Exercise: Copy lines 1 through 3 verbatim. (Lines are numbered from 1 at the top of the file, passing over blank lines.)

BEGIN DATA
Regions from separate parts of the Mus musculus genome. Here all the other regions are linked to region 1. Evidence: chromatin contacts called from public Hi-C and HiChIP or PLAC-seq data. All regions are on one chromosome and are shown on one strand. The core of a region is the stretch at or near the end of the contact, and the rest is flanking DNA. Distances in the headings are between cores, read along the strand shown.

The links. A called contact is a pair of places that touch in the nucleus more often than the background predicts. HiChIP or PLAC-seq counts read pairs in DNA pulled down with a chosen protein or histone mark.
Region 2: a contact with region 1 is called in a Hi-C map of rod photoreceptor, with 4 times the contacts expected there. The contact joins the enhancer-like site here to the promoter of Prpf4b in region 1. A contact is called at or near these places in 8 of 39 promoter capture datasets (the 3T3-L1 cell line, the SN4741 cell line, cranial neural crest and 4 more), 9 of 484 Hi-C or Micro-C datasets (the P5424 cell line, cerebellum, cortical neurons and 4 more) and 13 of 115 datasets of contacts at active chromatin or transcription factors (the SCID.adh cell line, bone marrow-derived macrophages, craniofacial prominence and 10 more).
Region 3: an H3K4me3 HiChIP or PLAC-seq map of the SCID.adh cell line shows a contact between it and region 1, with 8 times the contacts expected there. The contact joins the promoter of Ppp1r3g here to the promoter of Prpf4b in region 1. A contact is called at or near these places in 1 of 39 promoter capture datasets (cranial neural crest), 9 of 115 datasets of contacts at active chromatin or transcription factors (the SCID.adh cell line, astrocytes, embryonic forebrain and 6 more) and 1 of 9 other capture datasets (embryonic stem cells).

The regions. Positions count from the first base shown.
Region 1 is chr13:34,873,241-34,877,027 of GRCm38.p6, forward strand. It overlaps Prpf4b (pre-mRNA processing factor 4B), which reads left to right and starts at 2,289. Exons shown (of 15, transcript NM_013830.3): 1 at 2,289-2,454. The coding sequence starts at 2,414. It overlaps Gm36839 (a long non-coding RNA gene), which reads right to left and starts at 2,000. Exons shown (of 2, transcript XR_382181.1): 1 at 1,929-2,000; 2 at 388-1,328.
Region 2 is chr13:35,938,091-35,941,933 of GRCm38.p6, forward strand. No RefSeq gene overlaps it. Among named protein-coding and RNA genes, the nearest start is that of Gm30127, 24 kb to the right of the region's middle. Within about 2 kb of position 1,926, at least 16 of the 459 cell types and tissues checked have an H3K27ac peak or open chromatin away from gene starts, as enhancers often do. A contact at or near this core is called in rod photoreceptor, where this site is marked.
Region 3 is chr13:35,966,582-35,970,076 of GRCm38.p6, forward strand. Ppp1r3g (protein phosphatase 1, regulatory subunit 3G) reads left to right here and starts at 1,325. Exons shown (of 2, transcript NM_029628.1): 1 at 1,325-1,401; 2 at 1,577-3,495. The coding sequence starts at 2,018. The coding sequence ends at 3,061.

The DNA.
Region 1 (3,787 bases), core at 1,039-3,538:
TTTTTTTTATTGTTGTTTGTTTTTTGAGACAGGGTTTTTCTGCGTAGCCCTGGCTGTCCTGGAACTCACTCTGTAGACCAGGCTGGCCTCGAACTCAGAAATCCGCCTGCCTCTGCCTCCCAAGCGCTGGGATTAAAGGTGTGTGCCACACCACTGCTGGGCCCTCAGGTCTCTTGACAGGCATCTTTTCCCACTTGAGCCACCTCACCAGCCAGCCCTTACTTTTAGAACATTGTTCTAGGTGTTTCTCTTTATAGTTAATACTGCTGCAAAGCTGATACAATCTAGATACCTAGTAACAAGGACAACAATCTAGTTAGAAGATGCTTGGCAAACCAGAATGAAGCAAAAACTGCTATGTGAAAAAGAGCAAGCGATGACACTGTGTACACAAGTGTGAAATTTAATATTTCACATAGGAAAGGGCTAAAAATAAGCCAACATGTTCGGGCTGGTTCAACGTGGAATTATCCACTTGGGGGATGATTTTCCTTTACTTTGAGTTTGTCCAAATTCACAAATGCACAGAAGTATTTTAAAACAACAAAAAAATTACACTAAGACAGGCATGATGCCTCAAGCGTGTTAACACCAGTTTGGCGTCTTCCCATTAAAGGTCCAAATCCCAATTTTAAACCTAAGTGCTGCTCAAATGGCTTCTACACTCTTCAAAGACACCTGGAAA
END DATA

Regions from separate parts of the Mus musculus genome. Here all the other regions are linked to region 1. Evidence: chromatin contacts called from public Hi-C and HiChIP or PLAC-seq data. All regions are on one chromosome and are shown on one strand. The core of a region is the stretch at or near the end of the contact, and the rest is flanking DNA. Distances in the headings are between cores, read along the strand shown.

The links. A called contact is a pair of places that touch in the nucleus more often than the background predicts. HiChIP or PLAC-seq counts read pairs in DNA pulled down with a chosen protein or histone mark.
Region 2: a contact with region 1 is called in a Hi-C map of rod photoreceptor, with 4 times the contacts expected there. The contact joins the enhancer-like site here to the promoter of Prpf4b in region 1. A contact is called at or near these places in 8 of 39 promoter capture datasets (the 3T3-L1 cell line, the SN4741 cell line, cranial neural crest and 4 more), 9 of 484 Hi-C or Micro-C datasets (the P5424 cell line, cerebellum, cortical neurons and 4 more) and 13 of 115 datasets of contacts at active chromatin or transcription factors (the SCID.adh cell line, bone marrow-derived macrophages, craniofacial prominence and 10 more).